Today’s guest post is by Chicken_little. Chicken_little is a postdoc in clinical psychology in the midst of an existential career crisis – but officially in search of an academic position. She studies the impact of mindfulness interventions in various populations, although she very often forgets to practice mindfulness in her daily life. When she is not working or reading funny academic tweets, she is the proud mom of a baby boy.
I’m sitting at the kitchen table trying to finish a manuscript. I can hear my son yelling in his crib, refusing to take his nap. As I try to concentrate on bringing the finishing touches to my soon-to-be submitted paper, I can’t help but feel incredibly guilty of, once again, favoring my work over my son. The appeal of a tenure-track position is big, and so is the pressure to be productive and to get out several manuscripts this year, even though I am (supposed to be) on maternity leave.
Thank goodness my spouse is home and is there to soothe the baby. Being a postdoc and working from home does have benefits : I was able to transfer my maternity leave to my partner, so we can both spend some time with our son in his first year of life. But let’s be honest here : having him at home only means that I can get more work done, as he watches the baby. I am trying to make things happen for my career all the while he is putting his own on hold. This better pay off.
This is what I have learned so far on being a mom and a postdoc in search of an academic position at the same time : I don’t know how to combine both aspirations. On one hand, I know that I need to be present for my child and to care for him. And on the other hand, I know I need to write and publish during my maternity leave if I want my resume to remain competitive. All the while applying for jobs for which I will inevitably get rejected, either because I am not competent enough or because the job description doesn’t quite fit my expertise. I am also noticing a perspective shift in my career plans : I am no longer aiming to get the most prestigious job in the top-notch university. I now much rather get a job at a university where it’s ok to actually let people know you have kids and care about being present for them, and where it’s ok to aim for a somewhat decent quality of life, as opposed to publishing 10 papers per year. Although I am at ease with this choice, I have noticed that it tends to have people raising eyebrows…especially men’s. It is even possible to aim specifically and openly for a lower-pressure, less prestigious job in academia? Or do you inevitably have to sacrifice any sense of personnal and family life to get there?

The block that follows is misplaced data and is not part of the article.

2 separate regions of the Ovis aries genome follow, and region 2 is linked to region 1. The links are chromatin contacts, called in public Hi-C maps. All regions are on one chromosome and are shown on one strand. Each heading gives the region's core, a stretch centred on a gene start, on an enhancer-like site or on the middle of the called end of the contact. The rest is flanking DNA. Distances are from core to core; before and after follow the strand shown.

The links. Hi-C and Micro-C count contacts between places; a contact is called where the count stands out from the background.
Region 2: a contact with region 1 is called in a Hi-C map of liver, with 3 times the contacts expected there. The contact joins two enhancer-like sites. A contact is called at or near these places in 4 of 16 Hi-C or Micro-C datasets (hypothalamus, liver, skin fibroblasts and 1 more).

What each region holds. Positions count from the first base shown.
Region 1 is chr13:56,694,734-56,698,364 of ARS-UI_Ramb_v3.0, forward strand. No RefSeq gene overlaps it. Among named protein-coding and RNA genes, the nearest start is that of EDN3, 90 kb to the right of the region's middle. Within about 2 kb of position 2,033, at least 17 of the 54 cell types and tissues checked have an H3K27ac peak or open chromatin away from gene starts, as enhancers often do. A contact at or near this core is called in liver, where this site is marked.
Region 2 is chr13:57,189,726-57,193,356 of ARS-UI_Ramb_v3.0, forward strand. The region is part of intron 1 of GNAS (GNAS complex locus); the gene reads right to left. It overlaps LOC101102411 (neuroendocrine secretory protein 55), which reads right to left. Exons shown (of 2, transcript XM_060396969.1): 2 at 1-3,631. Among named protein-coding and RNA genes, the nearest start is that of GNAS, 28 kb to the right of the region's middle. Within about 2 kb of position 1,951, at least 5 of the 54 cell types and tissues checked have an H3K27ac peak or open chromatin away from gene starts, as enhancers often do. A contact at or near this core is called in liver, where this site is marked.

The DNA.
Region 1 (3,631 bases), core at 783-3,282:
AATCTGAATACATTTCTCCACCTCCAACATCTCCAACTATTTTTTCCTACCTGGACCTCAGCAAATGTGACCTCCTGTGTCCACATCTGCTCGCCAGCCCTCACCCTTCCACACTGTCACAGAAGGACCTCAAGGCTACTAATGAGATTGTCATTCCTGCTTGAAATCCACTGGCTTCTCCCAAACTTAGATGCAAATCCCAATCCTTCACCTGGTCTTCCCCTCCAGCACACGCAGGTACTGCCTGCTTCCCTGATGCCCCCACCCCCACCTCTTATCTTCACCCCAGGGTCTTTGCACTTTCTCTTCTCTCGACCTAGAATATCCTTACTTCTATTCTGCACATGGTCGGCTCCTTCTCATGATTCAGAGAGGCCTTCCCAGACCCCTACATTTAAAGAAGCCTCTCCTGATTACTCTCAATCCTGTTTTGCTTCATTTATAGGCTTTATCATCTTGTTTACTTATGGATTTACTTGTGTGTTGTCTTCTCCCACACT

I also know that I am 30, that I have been a university student for over a decade now, and that it might be time to consider getting a job, which could, for example, be helpful in buying a house. I also know that I won’t be able to make ends meet if I continue on a postdoc salary for a few years. Daycare costs alone – which would allow me to write more to get a better paying job – are huge. We are also making plans to have a second child, but much to my dismay, I am wondering whether we should put these plans on hold for a while. After all, going to job talks with a pregnancy bump is the best way to not get hired. It saddens me that women still have to consider these issues in planning to have kids.
How do I bring all of this together? Do I quit the academic circuit and « settle » for a comunity college job, or do I chose to «tough it out just another year » in the hopes of getting the dream job I’m not even sure I am dreaming of anymore? And what if « just another year » turns into two, three, four years? Am I willing to make the sacrifice then?
As I return to my beautiful baby boy, now much happier and rested from his nap, I can’t help but to continue worrying about what the future holds for me. And feel simultaneously guilty for not enjoying the present moment with him. Although as I gaze into his great big eyes, I can’t help but feel somewhat appeased and grateful. Someday, somehow, I’ll find a job that will allow me to strive as an individual and as a mom. And even if I don’t, something tells me it won’t be the end of the world…simply the beginning of a new career I hadn’t planned for!